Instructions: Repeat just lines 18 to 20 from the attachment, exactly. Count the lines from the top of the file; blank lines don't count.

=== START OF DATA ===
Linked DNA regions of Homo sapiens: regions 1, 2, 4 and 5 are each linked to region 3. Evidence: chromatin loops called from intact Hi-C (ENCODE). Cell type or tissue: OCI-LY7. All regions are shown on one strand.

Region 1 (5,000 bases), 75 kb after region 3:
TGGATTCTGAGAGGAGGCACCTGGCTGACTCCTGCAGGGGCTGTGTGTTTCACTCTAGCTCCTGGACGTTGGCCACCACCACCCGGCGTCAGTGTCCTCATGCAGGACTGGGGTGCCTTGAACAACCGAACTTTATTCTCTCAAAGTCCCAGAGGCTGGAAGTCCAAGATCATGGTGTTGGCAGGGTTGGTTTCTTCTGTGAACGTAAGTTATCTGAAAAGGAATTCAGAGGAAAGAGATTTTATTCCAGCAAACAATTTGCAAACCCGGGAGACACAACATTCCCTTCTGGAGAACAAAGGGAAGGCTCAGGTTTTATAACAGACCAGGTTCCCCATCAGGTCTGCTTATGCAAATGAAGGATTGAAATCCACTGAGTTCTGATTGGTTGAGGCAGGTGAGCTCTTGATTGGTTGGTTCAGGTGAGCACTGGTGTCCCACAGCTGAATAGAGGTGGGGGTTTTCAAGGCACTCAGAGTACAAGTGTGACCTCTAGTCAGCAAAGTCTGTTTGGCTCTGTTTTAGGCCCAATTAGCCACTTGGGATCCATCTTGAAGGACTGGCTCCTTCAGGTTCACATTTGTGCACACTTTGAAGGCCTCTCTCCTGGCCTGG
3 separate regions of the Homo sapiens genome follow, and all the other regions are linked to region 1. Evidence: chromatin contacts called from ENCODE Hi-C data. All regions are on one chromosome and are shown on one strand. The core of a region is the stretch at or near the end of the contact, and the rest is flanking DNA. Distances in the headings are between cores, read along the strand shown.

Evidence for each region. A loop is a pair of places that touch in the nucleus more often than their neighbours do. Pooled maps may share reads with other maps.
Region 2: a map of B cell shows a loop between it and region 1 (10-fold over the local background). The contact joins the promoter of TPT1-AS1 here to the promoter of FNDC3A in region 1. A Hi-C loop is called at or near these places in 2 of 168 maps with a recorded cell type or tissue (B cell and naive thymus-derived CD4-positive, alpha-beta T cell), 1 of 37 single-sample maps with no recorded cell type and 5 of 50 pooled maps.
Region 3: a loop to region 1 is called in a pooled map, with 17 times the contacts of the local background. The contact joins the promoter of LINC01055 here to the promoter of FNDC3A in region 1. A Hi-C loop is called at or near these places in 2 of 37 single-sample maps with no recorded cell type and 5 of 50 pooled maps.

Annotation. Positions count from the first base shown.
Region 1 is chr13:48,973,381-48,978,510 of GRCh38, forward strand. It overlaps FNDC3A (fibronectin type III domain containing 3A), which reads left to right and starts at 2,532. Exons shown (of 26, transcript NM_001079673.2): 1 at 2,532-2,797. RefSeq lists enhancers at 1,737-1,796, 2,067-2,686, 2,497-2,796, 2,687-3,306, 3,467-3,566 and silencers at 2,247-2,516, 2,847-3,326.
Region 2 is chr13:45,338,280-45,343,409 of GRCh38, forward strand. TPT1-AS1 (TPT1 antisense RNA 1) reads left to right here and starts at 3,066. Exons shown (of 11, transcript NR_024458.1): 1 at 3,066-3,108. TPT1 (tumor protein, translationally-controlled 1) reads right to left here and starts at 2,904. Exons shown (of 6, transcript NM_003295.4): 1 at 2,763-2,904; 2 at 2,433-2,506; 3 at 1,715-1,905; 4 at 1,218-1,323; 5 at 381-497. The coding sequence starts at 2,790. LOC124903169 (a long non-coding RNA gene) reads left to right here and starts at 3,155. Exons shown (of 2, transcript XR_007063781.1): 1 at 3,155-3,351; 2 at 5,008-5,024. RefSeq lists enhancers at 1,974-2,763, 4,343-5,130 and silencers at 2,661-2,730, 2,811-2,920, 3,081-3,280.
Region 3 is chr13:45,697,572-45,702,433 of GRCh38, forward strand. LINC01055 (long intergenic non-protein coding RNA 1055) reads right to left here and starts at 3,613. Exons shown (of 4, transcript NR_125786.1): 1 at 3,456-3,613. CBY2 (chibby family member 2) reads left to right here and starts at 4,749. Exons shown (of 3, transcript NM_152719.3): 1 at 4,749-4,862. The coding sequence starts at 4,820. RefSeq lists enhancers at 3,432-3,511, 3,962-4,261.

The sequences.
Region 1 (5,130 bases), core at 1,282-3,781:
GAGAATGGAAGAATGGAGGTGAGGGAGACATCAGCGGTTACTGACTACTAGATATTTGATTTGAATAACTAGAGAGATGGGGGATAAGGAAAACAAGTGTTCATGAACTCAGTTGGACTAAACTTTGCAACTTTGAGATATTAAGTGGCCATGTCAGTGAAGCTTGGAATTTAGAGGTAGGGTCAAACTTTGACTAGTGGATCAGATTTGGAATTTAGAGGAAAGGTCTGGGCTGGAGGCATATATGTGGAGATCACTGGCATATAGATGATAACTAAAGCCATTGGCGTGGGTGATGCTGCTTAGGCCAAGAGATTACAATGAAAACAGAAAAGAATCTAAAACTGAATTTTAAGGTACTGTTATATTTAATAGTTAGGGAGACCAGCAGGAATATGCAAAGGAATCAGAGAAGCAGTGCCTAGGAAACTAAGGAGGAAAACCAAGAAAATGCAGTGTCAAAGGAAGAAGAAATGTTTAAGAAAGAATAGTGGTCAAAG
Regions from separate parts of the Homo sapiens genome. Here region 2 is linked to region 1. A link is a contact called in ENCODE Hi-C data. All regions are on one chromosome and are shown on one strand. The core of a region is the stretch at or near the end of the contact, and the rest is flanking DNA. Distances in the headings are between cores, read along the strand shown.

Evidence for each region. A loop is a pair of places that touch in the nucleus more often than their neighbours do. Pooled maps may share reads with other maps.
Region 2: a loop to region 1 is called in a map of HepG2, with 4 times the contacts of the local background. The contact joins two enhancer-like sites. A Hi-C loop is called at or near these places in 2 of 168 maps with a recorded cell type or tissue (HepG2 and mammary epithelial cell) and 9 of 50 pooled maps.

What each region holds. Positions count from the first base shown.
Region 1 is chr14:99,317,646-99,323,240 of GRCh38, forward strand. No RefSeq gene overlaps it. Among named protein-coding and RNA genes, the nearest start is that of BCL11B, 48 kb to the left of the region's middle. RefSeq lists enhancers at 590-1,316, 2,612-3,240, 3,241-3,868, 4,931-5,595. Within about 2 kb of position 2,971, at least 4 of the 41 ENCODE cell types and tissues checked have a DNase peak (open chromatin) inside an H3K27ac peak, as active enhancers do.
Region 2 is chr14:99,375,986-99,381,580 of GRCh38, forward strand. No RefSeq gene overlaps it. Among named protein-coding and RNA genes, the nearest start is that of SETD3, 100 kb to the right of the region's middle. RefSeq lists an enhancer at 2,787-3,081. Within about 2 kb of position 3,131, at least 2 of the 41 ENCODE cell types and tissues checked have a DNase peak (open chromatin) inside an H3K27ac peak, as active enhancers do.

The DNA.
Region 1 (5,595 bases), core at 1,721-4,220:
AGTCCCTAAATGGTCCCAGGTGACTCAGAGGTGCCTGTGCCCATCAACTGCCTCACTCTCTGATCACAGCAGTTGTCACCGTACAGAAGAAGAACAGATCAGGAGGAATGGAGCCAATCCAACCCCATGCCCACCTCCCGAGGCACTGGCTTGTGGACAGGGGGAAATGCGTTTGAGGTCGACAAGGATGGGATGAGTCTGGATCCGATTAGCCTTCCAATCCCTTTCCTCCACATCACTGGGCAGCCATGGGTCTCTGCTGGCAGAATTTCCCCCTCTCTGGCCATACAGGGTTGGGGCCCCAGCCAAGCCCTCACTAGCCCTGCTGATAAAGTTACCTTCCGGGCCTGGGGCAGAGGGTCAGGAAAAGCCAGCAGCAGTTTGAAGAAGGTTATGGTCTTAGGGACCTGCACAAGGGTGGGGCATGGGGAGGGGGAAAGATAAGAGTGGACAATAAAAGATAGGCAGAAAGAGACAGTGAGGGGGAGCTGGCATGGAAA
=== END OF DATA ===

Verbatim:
What each region holds. Positions count from the first base shown.
Region 1 is chr14:99,317,646-99,323,240 of GRCh38, forward strand. No RefSeq gene overlaps it. Among named protein-coding and RNA genes, the nearest start is that of BCL11B, 48 kb to the left of the region's middle. RefSeq lists enhancers at 590-1,316, 2,612-3,240, 3,241-3,868, 4,931-5,595. Within about 2 kb of position 2,971, at least 4 of the 41 ENCODE cell types and tissues checked have a DNase peak (open chromatin) inside an H3K27ac peak, as active enhancers do.
Region 2 is chr14:99,375,986-99,381,580 of GRCh38, forward strand. No RefSeq gene overlaps it. Among named protein-coding and RNA genes, the nearest start is that of SETD3, 100 kb to the right of the region's middle. RefSeq lists an enhancer at 2,787-3,081. Within about 2 kb of position 3,131, at least 2 of the 41 ENCODE cell types and tissues checked have a DNase peak (open chromatin) inside an H3K27ac peak, as active enhancers do.